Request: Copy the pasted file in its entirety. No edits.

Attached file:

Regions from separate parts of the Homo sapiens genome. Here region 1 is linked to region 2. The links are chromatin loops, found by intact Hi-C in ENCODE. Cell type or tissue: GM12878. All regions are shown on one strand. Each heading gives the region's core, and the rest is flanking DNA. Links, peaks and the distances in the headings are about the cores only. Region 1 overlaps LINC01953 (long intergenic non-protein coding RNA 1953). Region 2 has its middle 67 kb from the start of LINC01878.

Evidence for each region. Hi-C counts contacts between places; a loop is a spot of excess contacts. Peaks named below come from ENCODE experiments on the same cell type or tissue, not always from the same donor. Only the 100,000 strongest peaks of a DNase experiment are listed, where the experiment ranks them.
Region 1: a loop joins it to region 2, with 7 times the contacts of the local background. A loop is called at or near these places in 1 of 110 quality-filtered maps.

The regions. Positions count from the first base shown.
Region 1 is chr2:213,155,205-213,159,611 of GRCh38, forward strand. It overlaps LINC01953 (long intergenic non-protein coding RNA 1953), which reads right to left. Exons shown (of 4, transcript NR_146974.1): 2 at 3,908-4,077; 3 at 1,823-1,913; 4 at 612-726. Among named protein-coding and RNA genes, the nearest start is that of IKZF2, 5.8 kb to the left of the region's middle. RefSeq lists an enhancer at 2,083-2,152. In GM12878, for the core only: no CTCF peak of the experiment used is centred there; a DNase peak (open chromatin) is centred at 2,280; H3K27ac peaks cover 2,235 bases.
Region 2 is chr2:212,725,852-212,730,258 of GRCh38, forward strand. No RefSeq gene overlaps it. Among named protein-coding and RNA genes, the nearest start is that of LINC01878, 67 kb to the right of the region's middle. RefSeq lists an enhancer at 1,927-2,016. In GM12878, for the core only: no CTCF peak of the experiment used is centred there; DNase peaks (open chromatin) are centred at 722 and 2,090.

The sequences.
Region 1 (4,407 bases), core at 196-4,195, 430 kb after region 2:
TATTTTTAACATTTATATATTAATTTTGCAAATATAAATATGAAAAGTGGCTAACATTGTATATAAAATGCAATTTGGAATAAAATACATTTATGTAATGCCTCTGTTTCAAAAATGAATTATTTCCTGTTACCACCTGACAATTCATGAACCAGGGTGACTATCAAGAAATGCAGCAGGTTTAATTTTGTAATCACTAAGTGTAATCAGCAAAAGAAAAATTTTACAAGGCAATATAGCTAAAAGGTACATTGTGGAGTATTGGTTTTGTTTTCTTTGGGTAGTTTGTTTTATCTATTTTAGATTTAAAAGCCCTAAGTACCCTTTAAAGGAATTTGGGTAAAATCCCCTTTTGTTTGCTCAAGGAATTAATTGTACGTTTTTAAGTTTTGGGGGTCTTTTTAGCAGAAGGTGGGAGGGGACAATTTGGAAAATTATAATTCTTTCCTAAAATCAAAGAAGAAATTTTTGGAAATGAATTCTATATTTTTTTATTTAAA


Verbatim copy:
Regions from separate parts of the Homo sapiens genome. Here region 1 is linked to region 2. The links are chromatin loops, found by intact Hi-C in ENCODE. Cell type or tissue: GM12878. All regions are shown on one strand. Each heading gives the region's core, and the rest is flanking DNA. Links, peaks and the distances in the headings are about the cores only. Region 1 overlaps LINC01953 (long intergenic non-protein coding RNA 1953). Region 2 has its middle 67 kb from the start of LINC01878.

Evidence for each region. Hi-C counts contacts between places; a loop is a spot of excess contacts. Peaks named below come from ENCODE experiments on the same cell type or tissue, not always from the same donor. Only the 100,000 strongest peaks of a DNase experiment are listed, where the experiment ranks them.
Region 1: a loop joins it to region 2, with 7 times the contacts of the local background. A loop is called at or near these places in 1 of 110 quality-filtered maps.

The regions. Positions count from the first base shown.
Region 1 is chr2:213,155,205-213,159,611 of GRCh38, forward strand. It overlaps LINC01953 (long intergenic non-protein coding RNA 1953), which reads right to left. Exons shown (of 4, transcript NR_146974.1): 2 at 3,908-4,077; 3 at 1,823-1,913; 4 at 612-726. Among named protein-coding and RNA genes, the nearest start is that of IKZF2, 5.8 kb to the left of the region's middle. RefSeq lists an enhancer at 2,083-2,152. In GM12878, for the core only: no CTCF peak of the experiment used is centred there; a DNase peak (open chromatin) is centred at 2,280; H3K27ac peaks cover 2,235 bases.
Region 2 is chr2:212,725,852-212,730,258 of GRCh38, forward strand. No RefSeq gene overlaps it. Among named protein-coding and RNA genes, the nearest start is that of LINC01878, 67 kb to the right of the region's middle. RefSeq lists an enhancer at 1,927-2,016. In GM12878, for the core only: no CTCF peak of the experiment used is centred there; DNase peaks (open chromatin) are centred at 722 and 2,090.

The sequences.
Region 1 (4,407 bases), core at 196-4,195, 430 kb after region 2:
TATTTTTAACATTTATATATTAATTTTGCAAATATAAATATGAAAAGTGGCTAACATTGTATATAAAATGCAATTTGGAATAAAATACATTTATGTAATGCCTCTGTTTCAAAAATGAATTATTTCCTGTTACCACCTGACAATTCATGAACCAGGGTGACTATCAAGAAATGCAGCAGGTTTAATTTTGTAATCACTAAGTGTAATCAGCAAAAGAAAAATTTTACAAGGCAATATAGCTAAAAGGTACATTGTGGAGTATTGGTTTTGTTTTCTTTGGGTAGTTTGTTTTATCTATTTTAGATTTAAAAGCCCTAAGTACCCTTTAAAGGAATTTGGGTAAAATCCCCTTTTGTTTGCTCAAGGAATTAATTGTACGTTTTTAAGTTTTGGGGGTCTTTTTAGCAGAAGGTGGGAGGGGACAATTTGGAAAATTATAATTCTTTCCTAAAATCAAAGAAGAAATTTTTGGAAATGAATTCTATATTTTTTTATTTAAA